Quote:
Quoth me:
Some probability problems are welldefined when dealing with infinities, and some are not. Some seem welldefined, but turn out not to be once one looks at them with enough rigor. And some problems which lack sufficient rigor can have that rigor applied in multiple different ways, which lead to different answers. Which one applies here depends on just exactly how the multiverse is structured.

It occurs to me that I ought to clarify what I mean here. By way of example, here's an argument that exactly 1/3 of all natural numbers are even. List out all numbers, like so: 1 3 2 5 7 4 9 11 6 13 15 8 17 19 10 21 23 12.... That's a list of all natural numbers, right? And if I look at the first
n numbers on that list, and find the proportion that are even, that proportion is definitely approaching a limit of 1/3 as
n increases.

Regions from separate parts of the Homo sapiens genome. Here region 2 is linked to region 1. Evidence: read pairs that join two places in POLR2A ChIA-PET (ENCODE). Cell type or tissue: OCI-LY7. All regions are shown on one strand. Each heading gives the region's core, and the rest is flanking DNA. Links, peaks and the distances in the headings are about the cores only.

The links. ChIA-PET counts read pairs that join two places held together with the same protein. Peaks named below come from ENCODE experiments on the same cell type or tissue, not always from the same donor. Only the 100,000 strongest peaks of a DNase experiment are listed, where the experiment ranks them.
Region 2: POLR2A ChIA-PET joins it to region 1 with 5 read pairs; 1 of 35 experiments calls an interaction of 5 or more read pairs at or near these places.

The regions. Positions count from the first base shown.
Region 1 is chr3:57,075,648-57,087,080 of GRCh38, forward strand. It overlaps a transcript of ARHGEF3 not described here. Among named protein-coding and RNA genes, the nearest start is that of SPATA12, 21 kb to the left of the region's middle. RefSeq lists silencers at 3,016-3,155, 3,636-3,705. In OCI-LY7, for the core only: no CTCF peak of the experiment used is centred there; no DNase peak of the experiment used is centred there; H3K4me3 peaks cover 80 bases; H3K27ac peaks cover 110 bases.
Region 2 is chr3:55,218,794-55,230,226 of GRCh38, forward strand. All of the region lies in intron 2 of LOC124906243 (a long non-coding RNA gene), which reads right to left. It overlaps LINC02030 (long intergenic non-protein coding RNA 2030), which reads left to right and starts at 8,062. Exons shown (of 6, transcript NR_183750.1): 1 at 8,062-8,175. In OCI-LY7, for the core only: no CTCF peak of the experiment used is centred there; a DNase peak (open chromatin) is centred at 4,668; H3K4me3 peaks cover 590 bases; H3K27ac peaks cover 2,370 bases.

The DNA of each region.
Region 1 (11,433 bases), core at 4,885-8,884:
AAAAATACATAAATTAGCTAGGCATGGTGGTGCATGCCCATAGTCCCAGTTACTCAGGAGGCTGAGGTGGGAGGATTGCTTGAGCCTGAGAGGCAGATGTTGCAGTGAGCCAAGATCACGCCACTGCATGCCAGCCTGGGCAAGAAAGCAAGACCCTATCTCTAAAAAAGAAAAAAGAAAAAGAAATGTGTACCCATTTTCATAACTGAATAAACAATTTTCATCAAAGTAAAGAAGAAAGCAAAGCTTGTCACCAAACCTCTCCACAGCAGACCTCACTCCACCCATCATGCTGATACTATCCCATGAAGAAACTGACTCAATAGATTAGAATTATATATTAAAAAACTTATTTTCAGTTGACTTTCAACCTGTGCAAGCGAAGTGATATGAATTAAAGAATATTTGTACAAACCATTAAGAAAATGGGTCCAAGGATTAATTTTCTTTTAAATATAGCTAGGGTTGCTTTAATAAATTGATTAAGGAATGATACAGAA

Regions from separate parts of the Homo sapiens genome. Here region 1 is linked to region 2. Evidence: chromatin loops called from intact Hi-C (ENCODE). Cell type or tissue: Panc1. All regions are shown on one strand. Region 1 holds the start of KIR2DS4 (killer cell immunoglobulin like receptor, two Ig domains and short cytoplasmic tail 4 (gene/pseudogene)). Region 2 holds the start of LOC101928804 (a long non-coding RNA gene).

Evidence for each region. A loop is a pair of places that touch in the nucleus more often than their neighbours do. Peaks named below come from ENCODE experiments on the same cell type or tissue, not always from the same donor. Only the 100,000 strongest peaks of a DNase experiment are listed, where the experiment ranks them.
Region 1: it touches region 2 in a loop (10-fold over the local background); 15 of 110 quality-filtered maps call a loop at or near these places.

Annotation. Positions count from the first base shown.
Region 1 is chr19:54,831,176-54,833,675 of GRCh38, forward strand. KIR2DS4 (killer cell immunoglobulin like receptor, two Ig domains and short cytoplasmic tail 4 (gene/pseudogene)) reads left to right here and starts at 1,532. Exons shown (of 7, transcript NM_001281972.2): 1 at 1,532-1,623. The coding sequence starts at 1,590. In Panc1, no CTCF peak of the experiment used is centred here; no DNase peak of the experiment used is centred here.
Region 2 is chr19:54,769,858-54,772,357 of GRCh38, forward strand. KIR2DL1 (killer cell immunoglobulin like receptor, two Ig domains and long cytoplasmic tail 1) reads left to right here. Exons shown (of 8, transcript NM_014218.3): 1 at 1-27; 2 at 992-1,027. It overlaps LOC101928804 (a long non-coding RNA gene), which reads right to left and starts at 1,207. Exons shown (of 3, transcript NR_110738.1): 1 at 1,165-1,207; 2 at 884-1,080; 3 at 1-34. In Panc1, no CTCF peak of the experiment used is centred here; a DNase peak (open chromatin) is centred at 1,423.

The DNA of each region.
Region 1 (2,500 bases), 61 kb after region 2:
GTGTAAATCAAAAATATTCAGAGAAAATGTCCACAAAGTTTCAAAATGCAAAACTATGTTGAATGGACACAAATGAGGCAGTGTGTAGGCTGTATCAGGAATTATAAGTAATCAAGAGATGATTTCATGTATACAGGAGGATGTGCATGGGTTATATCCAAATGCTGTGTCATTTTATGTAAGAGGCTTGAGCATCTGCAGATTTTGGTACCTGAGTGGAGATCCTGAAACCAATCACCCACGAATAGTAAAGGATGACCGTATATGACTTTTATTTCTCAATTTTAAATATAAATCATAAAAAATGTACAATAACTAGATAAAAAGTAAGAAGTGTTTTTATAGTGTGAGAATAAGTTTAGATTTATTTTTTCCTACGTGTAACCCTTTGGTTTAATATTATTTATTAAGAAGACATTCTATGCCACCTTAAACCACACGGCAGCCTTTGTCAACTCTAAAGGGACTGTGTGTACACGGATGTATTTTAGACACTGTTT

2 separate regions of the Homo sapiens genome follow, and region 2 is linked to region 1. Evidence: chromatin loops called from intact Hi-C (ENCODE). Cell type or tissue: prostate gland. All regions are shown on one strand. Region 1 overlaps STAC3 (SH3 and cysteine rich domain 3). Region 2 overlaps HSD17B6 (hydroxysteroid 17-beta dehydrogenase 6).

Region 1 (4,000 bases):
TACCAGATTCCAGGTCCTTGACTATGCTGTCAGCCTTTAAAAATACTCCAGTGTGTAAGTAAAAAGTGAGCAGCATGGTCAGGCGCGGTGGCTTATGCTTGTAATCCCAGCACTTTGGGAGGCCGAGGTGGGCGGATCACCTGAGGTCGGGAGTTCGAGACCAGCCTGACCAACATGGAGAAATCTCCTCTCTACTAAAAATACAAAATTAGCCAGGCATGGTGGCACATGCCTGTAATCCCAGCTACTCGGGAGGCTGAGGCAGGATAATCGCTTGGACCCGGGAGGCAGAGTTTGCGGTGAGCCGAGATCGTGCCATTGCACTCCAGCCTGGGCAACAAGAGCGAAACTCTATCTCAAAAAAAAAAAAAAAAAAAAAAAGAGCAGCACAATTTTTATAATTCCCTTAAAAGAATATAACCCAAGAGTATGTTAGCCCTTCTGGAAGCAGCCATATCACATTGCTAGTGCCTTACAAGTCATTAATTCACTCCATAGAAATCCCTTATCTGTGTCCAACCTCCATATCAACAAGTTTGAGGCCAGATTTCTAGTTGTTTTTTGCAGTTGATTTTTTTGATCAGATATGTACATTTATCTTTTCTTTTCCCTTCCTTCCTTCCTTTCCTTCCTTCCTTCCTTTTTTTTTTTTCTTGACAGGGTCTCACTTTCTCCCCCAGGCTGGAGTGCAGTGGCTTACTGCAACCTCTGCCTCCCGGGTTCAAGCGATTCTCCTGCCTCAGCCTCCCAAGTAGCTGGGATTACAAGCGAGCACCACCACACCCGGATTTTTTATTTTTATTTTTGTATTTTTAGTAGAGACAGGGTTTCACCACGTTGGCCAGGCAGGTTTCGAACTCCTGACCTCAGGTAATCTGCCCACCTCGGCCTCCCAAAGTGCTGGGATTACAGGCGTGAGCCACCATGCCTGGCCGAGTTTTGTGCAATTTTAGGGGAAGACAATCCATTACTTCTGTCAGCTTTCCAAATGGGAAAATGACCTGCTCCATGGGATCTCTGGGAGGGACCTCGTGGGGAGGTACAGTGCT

Now, most people would say that this argument is wrong, because I'm taking the numbers out of order. And this is perhaps a reasonable thing to say, because the natural numbers have an obvious simple order to them. But when I'm looking at the set of all universes, is there a natural order to place them in? I suppose it makes sense to put our own Universe first on the list, but is there one particular universe that ought to be second, or third? Maybe I could list the universes in order of distance from our own... but then, how are we measuring the distance? Some sort of measure of how different they are from our own, perhaps? But then, the first universes I count will always be the ones most like our own, and if there are an infinite number that are enough like our own to have life, then I might never reach any of the nonlifebearing ones on my list.